South Africa v Australia, 1st Test, Centurion, 4th day

South Africa's bruises won't fade quickly

The bowling of Mitchell Johnson has made many people sit up and take notice, leading to comparisons with the very best. South Africa have now had their first-hand experience and it has been a chastening affair

Firdose Moonda at Centurion Park

February 15, 2014

Comments: 62 | Text size: A | A
Cullinan: SA's batting looked out of depth

The closest Ali Bacher came to Sylvester Clarke's bowling was watching it, but the thought of the West Indian quick still makes him shudder. Clarke collected four five wicket-hauls on 1983-84 rebel tour and Bacher regarded him as the deadliest paceman around.

At tea time on Saturday, as Bacher contemplated the mess the South African line-up was in, largely at the hands of Mitchell Johnson, he made a confession. "I haven't seen bowling like that - I am talking real, lethal fast bowling - since Sylvester Clarke," he said.

Neither have South Africa, in a very long time. The last time a bowler claimed 12 wickets in a match against them was eight years ago when Muttiah Muralitharan did it in Sri Lanka which was the last series South Africa lost away from home. The only other bowlers to inflict the same damage on them since readmission are Matthew Hoggard, whose haul came in the 2004-05 series which South Africa also lost, and Shane Warne in 1994.


Ryan McLaren couldn't avoid a Mitchell Johnson bouncer, South Africa v Australia, 1st Test, Centurion, 4th day, February 15, 2014
Ryan McLaren's blow to the head will remain one of the images of South Africa's pounding in the opening Test © Getty Images
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If you are the superstitious type, you may read something into Johnson's 12 at Centurion Park. Even if you are not, his performance will have an impact beyond statistics and you only needed to see the look in Bacher's eye to know that.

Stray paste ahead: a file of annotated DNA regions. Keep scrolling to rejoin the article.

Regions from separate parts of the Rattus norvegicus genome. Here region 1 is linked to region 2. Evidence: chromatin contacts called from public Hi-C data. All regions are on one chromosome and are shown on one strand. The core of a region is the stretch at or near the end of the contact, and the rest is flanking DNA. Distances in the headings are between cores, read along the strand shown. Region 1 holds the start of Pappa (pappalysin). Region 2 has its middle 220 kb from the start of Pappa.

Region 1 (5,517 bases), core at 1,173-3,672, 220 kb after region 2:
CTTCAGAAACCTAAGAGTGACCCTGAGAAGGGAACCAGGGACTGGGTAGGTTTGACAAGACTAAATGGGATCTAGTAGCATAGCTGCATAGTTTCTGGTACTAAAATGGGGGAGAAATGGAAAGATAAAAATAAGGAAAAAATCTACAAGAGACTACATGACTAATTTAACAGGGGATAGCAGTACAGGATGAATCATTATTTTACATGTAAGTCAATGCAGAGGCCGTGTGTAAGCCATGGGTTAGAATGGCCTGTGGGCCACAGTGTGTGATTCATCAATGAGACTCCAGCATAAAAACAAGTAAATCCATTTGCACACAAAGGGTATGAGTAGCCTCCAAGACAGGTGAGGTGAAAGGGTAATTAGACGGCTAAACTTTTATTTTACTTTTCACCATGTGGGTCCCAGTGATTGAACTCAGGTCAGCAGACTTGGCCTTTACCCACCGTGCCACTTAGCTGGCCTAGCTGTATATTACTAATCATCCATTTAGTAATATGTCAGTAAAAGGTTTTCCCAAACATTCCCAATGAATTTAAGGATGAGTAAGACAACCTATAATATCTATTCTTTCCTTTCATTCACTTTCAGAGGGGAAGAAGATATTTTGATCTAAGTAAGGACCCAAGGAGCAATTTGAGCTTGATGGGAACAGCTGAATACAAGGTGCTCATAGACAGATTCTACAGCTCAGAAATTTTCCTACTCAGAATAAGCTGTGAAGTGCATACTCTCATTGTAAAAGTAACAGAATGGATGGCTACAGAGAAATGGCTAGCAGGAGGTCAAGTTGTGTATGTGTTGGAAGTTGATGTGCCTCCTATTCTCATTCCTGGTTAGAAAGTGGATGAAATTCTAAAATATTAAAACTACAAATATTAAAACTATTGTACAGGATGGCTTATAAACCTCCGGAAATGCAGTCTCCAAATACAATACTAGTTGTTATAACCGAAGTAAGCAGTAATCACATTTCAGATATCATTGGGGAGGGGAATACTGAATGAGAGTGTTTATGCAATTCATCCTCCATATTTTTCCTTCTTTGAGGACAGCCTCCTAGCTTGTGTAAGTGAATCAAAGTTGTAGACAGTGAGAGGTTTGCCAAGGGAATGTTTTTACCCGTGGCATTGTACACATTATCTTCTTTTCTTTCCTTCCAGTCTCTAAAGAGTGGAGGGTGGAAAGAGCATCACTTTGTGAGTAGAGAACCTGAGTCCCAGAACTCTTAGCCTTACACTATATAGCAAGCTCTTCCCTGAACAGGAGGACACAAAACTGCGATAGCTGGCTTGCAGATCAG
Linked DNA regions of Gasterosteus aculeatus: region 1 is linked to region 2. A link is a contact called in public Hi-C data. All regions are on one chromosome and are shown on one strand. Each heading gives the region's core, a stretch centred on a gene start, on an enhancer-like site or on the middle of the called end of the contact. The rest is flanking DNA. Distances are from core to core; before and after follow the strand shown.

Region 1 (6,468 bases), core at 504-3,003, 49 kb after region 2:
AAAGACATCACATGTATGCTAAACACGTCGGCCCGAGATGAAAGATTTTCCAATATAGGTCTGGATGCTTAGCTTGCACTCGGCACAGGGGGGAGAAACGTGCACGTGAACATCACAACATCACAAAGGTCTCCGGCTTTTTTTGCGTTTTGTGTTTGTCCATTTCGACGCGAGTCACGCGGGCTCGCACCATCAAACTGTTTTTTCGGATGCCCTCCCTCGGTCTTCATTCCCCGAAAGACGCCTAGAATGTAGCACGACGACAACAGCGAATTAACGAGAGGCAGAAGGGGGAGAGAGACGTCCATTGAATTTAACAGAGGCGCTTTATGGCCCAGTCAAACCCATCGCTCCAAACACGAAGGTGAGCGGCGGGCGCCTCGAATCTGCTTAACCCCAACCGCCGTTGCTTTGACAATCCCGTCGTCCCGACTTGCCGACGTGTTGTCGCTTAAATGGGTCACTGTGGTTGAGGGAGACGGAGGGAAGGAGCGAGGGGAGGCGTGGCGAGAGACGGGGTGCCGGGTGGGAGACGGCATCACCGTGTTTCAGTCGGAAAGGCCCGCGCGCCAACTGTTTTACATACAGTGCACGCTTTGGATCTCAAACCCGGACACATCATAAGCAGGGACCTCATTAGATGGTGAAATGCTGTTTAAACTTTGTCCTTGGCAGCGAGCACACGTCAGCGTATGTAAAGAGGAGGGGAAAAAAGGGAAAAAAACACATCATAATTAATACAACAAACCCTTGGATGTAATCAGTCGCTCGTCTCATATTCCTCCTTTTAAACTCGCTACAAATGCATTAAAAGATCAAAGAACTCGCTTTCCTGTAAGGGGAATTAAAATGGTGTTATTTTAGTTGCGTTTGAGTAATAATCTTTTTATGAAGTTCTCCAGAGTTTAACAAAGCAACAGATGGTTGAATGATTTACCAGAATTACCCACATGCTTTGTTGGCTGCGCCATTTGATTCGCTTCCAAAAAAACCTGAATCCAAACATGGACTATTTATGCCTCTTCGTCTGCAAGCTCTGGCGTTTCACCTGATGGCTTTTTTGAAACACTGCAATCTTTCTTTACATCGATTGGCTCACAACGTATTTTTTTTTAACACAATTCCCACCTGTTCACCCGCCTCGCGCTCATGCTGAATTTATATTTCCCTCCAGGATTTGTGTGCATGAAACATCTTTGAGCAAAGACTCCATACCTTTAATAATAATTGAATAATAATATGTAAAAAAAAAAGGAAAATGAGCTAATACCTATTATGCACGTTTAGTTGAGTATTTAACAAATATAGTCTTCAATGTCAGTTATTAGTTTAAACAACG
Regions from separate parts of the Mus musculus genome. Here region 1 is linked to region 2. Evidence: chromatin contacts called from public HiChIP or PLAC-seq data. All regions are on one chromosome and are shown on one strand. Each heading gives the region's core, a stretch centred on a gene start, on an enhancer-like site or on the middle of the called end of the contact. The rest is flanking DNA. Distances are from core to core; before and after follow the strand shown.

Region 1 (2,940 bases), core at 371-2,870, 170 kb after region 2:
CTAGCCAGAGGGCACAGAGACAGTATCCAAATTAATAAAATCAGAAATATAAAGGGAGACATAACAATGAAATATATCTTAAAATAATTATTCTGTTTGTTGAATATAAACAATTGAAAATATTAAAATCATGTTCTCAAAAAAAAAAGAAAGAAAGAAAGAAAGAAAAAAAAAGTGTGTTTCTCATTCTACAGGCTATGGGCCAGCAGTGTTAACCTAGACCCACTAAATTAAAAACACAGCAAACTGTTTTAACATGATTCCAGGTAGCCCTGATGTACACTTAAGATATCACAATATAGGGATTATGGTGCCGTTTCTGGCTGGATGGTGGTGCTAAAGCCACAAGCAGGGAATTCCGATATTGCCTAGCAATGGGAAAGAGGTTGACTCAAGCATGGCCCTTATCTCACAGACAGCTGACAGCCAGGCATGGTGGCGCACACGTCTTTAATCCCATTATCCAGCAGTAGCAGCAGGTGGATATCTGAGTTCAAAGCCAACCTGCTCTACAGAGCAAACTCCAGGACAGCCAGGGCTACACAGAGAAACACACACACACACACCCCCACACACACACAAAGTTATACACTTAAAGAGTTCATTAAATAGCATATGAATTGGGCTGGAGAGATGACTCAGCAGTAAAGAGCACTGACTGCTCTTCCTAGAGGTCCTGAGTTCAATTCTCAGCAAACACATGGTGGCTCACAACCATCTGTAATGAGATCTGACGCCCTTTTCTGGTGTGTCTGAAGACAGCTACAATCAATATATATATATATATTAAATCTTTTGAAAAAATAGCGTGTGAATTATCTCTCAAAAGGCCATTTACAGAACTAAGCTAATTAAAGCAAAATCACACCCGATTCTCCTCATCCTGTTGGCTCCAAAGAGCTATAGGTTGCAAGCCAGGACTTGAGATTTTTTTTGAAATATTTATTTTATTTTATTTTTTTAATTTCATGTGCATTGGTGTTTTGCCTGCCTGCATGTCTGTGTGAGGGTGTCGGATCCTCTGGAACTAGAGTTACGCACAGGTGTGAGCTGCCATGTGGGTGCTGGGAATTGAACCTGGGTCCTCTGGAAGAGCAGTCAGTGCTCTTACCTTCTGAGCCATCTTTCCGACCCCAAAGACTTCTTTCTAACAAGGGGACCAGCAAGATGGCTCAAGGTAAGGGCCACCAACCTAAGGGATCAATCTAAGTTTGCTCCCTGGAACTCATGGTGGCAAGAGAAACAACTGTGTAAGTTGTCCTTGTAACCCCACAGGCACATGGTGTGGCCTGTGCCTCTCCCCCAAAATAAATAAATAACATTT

Johnson sliced through South Africa the way a blade goes through a perfect fillet steak. He cut through the quivering hunk of meat, showing no mercy to the tendons and muscle fibres that once held it together and exposed sparsely cooked flesh. If inflicted some serious bruises and whether those heal in the next five days will determine how well South Africa come back in this series.

They are not even sure how bad the eventual black and blue marks will be. It will take a few days for the scarring to really show, as it always does. So for now, it is brave faces, disappointment and the intention not to turn one defeat into a crisis. As Graeme Smith said, "we've lost a game of cricket." But it is how they lost that may give South Africa some sleepless nights.

Their top order, a quartet of strength, was decimated. Smith has been a Johnson-bunny before so he would have expected to be targeted and like he did against Zaheer Khan last year, he will have to find a way to get around Johnson. He only needs to think of how he combated Zaheer, by not closing the face of the bat too early, to realise it can be possible. Johnson is a vastly different bowler to Zaheer so the technical aspects will be different but if Smith consults with the right people they may be able to come up with something.

Hashim Amla and Faf du Plessis showed signs of being able to adjust and both have the record to suggest their lapses will not extend into runs of poor form. Amla's mental strength has been tested since the day he started playing Test cricket. He has shown impenetrable qualities, proving doubters wrong all along and establishing himself as a figure of calm. That will come through again. Du Plessis' experience is far less but his two marathon innings to save games remain fresh in the mind. Hopefully his mind as well.

The concerns then are over Alviro Petersen and lower down, where JP Duminy has also struggled. Petersen was out to Johnson twice, the second time playing a less poor shot than the first but his tentativeness was still evident. When he endured a bad run against Pakistan it was a struggle to turn it around. He needs to make sure it does not this time. Duminy's talent is there for all to see but he fails to translate it time and time again. He has to work on not giving it away, something that is difficult when you know what is coming from the other end.